Members present: See above
Venue: Marie's lovely abode at SML. Menu included sangrias, summer salad with pomegranate dressing, chicken wraps, and potato salad, all freshly made. And Denise brought the cupcakes below for dessert! (Creme Brûlée, Tiramasu, Chocolate, Coconut Lime, Red Velvet, and Wedding cupcakes)
We all enjoyed our time with Hazel Grace and Augustus. Many of us thought the book was going to be sappy and superficial, so it was a pleasant surprise to discover that was actually existential and poetic. The title came from Shakespeare's "Julius Caesar," and John Green refers to a lot of poems that I haven't heard since English class. I still don't know what the one about the red wheelbarrow is supposed to mean. "An Imperial Affliction" is not a real book. I looked it up.
We were all impressed by how mature Augustus and Hazel's love was for one another. I thought it was interesting that Hazel admitted that had they lived a long, normal life together, their love wouldn't have been as special--similar to the affair in Bridges of Madison County (awesome movie, if you haven't seen it!). We had a similar discussion to the one in the book about whether you need pain to experience joy. Some people said yes. Hazel says no: "The Existence of broccoli in no way affects the taste of chocolate." I agree with Hazel, but the reality is, we don't get a choice of one or the other. They still probably would have known joy together had they not been sick, but the cancer certainly intensified their experience of it.
Marie saw the movie and was struck by how much the terminally ill person worries about the well-being of their loved ones. People shared their personal experiences of loved ones who have passed and reflected on how they knew when it was ok to let go. Some of them were watching sporting events on TV with their loved ones at the time. I'm not sure what to make of that.
We liked the parts where Augusts and Grace got to hear each other's eulogies. I thought the scene where Hazel and Isaac were reading their eulogies for Augustus was actually hilarious. I didn't not cry in the book but I hear that the movie is a real tear-jerker, so I'll bring my kleenex.
I read quotes from the book that I enjoyed--some of which are profound but I'm not sure what they mean. The best discussion came from the one where they were writing the ad for the swing set. We all talked about how we used to try to swing all the way around. And, perhaps even more stupidly, we would swing as fast as we could and then jump off, onto the gravel or concrete or some other painful surface. Well, Marie did, at least. I actually wasn't that stupid.
We also talked about how much more freedom we had to run around unaccompanied as kids. Marie was the winner in this category as well, traveling several towns over without her parents' knowledge. I asked everyone if they thought parents were more vigilant today because their kids really are more likely to be kidnapped or because of heightened awareness, fewer kids, change in parenting, etc. We also talked about whether our mothers were motherly and whether they would have wanted to have kids if they were given a choice. Interestingly, people who didn't have motherly moms did not choose to have children of their own.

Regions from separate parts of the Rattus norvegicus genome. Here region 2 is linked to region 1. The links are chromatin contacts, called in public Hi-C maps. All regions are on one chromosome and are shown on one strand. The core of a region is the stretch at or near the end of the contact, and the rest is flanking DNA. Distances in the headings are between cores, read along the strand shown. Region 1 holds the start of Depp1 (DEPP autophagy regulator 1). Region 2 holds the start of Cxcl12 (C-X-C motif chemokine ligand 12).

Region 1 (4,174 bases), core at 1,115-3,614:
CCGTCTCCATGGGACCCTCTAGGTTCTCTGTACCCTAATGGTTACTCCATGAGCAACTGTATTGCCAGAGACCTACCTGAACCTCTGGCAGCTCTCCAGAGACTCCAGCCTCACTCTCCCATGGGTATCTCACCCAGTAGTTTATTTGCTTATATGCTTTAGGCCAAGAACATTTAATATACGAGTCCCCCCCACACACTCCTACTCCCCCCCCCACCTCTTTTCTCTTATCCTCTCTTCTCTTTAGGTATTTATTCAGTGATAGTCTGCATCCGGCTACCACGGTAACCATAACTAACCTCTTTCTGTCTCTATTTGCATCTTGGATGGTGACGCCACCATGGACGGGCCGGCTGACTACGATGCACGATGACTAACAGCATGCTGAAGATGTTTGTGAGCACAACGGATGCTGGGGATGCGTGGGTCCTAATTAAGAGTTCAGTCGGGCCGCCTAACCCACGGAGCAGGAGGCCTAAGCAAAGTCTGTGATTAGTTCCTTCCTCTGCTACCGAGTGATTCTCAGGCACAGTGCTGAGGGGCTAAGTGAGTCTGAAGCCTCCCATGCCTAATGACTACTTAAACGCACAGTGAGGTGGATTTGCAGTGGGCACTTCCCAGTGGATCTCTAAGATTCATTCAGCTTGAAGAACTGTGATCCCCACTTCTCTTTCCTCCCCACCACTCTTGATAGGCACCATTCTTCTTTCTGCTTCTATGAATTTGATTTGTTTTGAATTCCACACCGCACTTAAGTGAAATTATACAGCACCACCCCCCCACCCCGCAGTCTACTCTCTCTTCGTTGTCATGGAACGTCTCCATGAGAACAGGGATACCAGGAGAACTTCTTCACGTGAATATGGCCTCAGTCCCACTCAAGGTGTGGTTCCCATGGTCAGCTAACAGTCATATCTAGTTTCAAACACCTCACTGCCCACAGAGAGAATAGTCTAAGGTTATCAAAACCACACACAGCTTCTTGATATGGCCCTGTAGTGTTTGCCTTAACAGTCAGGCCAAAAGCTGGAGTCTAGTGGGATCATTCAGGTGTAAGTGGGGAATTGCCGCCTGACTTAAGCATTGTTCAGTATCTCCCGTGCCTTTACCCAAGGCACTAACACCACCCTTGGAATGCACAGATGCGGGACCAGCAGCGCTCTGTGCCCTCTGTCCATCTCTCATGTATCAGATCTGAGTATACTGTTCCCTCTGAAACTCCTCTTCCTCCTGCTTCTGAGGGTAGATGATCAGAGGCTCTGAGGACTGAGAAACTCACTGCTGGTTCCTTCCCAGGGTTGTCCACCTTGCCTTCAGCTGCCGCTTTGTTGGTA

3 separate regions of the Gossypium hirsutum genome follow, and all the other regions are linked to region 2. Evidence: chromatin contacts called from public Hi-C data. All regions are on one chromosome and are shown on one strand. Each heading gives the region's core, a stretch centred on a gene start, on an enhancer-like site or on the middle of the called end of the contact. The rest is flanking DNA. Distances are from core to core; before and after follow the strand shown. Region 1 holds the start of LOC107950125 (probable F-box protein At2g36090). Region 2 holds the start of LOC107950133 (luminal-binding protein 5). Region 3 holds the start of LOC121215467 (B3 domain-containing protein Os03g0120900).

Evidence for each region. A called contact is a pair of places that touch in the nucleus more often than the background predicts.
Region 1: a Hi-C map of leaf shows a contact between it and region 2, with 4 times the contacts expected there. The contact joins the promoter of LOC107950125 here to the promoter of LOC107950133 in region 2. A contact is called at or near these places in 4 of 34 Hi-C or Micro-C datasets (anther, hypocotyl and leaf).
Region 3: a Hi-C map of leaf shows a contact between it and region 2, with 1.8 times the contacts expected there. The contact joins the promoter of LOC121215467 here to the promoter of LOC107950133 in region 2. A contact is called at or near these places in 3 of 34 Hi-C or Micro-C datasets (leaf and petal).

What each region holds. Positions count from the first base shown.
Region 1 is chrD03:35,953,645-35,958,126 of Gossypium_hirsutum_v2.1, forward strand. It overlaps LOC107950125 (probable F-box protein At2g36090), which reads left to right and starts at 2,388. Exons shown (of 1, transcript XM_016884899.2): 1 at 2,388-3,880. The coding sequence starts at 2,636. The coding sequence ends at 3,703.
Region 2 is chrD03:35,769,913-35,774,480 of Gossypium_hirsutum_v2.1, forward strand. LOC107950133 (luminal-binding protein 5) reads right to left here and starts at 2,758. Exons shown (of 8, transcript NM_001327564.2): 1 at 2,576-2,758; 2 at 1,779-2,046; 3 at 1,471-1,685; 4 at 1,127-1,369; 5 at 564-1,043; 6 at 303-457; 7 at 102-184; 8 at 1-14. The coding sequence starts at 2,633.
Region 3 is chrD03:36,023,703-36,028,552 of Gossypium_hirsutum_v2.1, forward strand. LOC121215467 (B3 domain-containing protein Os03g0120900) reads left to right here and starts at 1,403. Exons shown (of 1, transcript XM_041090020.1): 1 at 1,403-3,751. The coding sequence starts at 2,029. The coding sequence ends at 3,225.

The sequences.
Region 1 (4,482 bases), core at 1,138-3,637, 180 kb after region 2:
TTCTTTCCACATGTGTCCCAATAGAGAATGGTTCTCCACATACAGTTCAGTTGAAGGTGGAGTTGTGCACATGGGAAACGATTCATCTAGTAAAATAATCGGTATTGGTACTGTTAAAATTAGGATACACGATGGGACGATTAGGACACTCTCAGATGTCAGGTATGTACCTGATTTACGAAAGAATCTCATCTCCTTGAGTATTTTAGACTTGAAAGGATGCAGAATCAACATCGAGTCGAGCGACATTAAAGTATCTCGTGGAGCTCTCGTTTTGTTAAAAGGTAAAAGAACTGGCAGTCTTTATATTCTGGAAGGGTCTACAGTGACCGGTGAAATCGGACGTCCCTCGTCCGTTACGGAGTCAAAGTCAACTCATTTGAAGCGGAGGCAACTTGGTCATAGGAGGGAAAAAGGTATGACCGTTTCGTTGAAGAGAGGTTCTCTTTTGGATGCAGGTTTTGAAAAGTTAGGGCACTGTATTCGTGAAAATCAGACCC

We didn't have to discuss possible cast members since it's already a movie--a popular movie with good reviews and is reportedly true to the book. I plan on seeing it soon. The only recognizable actress was Laura Dern, who Marie said was very good as Hazel's mom. Isaac was also cuter than he seemed to be in the book, according to Marie. The scene where they throw eggs at his ex's car sounds like it did justice to the description in the book.
We also had a discussion of which books were hard to say good-bye to. This was one of them for most of us. I wish I could be friends with Alice in "What Alice Forgot" and the therapist who has empathy for her stalker in "The Hypnotist's Love Story," both by Liane Moriarty. Denise liked the couple in "Me Before You." Marie really liked the beekeepers in "The Secret Life of Bees," so we chose that book for our next meeting so that Marie can spent time with them again.
Denise told us all about her escapades in the Honduras. Great place for scuba diving and snorkeling, but apparently the food isn't that great.
Annette told us about how she fulfilled her prediction that she would meet Brad Gilbert when she went to California last week. Marie and I made a similar declaration about getting Federer's picture at Cincy this year, and Annette was giving us some inspirational advice. Dream big or aim high or something. I can't remember exactly what it was. But Marie sees Federer every time she goes, so I'm liking our chances.
Gina is soon to be the grandmother of a baby girl. Lauren already has her name picked out but I forgot what it was. Karen is going to be an aunt to a baby girl, as well.
I got on my soap box and went off about the people who do and do not deserve to be tipped, in my opinion. I apologize if I seemed self-righteous or otherwise offensive. After writing my blog post on Mental Hygiene, I've become acutely paranoid about sneezing on people.
Surprisingly, we did not talk that much about tennis or any of you, although there has been some discussion of whether there needs to be a minimum attendance policy to remain in the book club, just so you know. I think at minimum you have to participate by commenting on the blog post about the meeting if you did not attend. No final decisions have been made at this time.
I'll let Marie decide what to do for the venue for "The Secret Life of Bees." Which is also a movie, in case anyone wants to cheat. Annette might be interested in hosting our next meeting at Legoland in Florida.